I was offered the opportunity to read and review this book – and took it like a shot. The premise very much intrigued me. Would I enjoy it?
It all starts with a text: Please, Wylie, I need your help.
Wylie hasn’t heard from Cassie in over a week, not since their last fight. But that doesn’t matter. Cassie’s in trouble, so Wylie decides to do what she has done so many times before: save her best friend from herself. This time it’s different, though. Instead of telling Wylie where she is, Cassie sends cryptic clues. And instead of having Wylie come by herself, Jasper shows up saying Cassie sent him to help. Trusting the guy who sent Cassie off the rails doesn’t feel right, but Wylie has no choice: she has to ignore her gut instinct and go with him.
I’m not giving any more of the blurb, because it moves into Spoiler territory with the next paragraph and the plot is too tightly constructed to allow the reader experience to be so compromised.
I was really caught up with Wylie’s dilemma – struggling with her anxiety since her mother’s sudden death, she is becoming increasingly isolated. However, when her friend gets herself into yet another scrape, Wylie battles her nerves to leave her house in response to Cassie’s cryptic message. Yes… I did find Wylie’s ability to overcome her recent agoraphobia convincing, along with her sudden determination to try and help her friend. The plot moves along at a fair clip, and while Wylie is still grappling with her fear, she is also beginning to reconsider her opinion of Jasper.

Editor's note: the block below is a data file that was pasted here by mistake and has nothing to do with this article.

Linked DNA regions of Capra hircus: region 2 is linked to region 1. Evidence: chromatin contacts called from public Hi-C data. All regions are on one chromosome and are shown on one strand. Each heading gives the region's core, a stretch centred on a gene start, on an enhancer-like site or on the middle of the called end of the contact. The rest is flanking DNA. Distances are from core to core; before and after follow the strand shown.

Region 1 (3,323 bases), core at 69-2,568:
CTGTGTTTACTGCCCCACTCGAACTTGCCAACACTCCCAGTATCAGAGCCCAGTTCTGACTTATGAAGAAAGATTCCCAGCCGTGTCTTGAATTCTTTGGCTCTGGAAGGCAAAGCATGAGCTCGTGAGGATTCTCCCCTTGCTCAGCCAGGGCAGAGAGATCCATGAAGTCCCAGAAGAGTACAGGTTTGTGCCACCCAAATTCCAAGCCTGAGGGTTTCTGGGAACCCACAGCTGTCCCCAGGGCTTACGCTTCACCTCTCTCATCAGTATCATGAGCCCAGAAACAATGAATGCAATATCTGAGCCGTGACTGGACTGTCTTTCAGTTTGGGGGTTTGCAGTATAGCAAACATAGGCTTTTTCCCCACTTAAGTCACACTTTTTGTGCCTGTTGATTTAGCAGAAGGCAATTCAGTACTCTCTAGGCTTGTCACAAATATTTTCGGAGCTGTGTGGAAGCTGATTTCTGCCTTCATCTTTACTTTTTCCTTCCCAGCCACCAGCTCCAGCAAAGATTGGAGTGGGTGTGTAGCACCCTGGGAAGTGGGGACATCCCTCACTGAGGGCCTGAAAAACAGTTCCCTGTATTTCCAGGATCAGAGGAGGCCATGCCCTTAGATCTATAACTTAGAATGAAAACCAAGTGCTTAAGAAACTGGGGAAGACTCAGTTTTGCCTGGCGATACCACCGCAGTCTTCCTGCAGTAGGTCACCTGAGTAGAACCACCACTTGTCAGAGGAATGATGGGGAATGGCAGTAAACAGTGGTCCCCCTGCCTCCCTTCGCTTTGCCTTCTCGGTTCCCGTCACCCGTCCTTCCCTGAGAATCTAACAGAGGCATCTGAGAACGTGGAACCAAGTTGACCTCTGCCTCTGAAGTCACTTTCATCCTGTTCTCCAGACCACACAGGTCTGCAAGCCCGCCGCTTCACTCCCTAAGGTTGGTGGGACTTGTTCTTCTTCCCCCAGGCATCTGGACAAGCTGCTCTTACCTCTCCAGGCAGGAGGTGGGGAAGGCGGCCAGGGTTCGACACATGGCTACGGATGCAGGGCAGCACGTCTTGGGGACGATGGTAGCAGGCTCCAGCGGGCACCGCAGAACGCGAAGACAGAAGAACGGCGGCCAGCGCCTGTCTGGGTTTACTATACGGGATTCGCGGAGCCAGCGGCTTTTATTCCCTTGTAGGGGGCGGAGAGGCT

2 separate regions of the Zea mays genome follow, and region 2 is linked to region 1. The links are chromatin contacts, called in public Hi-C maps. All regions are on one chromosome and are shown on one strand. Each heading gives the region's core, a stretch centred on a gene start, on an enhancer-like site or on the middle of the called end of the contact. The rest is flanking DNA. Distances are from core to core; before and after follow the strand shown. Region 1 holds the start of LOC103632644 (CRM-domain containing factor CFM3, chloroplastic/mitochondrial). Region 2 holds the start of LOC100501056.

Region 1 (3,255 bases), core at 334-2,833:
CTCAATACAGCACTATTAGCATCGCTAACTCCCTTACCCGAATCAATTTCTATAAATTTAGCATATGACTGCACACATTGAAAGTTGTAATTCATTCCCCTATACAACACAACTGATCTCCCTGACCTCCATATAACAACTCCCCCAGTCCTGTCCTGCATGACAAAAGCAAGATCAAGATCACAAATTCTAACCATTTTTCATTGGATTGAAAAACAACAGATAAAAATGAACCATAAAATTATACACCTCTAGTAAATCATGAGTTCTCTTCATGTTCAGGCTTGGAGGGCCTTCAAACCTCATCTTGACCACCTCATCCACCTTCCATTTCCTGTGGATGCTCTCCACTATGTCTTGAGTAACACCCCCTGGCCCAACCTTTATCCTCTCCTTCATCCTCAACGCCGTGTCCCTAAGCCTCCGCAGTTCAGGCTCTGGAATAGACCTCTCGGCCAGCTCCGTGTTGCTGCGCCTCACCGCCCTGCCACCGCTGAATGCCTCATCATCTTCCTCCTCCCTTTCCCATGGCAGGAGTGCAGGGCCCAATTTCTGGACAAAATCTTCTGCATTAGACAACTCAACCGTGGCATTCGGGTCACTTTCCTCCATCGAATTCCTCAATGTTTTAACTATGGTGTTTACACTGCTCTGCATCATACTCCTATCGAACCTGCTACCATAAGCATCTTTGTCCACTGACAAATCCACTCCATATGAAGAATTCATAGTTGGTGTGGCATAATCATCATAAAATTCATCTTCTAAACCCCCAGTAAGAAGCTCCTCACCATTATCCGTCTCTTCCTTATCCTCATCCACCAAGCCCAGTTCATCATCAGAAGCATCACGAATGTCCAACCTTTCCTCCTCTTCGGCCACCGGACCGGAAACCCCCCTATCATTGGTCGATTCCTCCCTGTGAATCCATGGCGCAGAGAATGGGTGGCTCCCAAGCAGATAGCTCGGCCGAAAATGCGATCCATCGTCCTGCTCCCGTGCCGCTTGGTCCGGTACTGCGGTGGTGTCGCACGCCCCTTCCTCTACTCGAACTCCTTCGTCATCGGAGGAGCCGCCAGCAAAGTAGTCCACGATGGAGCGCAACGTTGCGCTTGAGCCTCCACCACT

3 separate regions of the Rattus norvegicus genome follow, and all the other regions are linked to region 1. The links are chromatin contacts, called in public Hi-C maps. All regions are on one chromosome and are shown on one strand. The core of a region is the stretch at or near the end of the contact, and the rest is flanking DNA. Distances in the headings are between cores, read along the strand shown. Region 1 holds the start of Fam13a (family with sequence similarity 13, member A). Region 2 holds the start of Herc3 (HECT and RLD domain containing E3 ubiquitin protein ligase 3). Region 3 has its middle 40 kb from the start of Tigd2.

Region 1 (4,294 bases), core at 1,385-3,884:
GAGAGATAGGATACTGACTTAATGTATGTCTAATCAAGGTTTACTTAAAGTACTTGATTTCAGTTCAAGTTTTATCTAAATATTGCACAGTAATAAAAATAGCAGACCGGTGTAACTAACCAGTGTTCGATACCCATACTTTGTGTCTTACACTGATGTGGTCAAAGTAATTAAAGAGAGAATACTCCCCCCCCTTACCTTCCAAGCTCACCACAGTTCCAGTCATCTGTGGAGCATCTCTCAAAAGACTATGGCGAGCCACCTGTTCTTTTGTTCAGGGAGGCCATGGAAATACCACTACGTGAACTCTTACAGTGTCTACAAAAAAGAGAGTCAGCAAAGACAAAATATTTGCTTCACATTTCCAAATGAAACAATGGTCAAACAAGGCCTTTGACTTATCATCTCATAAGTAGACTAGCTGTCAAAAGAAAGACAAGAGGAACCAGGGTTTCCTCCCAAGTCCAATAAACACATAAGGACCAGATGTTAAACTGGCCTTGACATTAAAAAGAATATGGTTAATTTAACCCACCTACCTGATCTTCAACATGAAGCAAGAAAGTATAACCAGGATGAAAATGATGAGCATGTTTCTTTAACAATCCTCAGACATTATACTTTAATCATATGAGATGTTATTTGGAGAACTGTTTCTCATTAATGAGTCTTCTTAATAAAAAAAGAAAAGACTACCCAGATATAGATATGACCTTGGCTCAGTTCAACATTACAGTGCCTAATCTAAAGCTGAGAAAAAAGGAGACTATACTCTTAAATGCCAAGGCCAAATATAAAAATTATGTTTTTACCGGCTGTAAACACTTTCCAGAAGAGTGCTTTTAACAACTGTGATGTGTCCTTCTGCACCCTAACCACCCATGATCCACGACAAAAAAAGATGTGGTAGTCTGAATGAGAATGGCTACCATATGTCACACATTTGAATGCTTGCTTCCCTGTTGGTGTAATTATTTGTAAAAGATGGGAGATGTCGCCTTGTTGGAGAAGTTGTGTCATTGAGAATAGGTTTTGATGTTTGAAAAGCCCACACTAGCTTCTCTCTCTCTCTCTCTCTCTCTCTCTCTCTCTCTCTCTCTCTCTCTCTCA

I like the way McCreight steadily presents us with a series of surprises, one after the other, jolting us – and the young protagonists – from our initial assumptions and had me reading late into the night to discover what happens next. The subsequent adventures where nothing is as it seems gives the story an almost gothic feel, particularly when they are finally reunited with Cassie.
The backstory that triggers the whole conspiracy does leave me slightly scratching my head, as I am still not convinced as to why the outliers would be quite so crucial to everyone apparently scrabbling to get their hands on them. However, this is the first book in a trilogy and there is a high likelihood that this initial explanation has another couple of layers beneath it, if McCreight continues in the same vein throughout the next instalments in this series.
That said, I’m not wholly convinced at the widespread nature of the conspiracy and feel I need to read at least the next book in the series to know whether I’m selling the author short. It may well be resolved to my satisfaction in the next two books in this trilogy. However, as the story was left on a complete cliffhanger, I definitely plan to read at least the next book – I need to know what happens next to Wylie.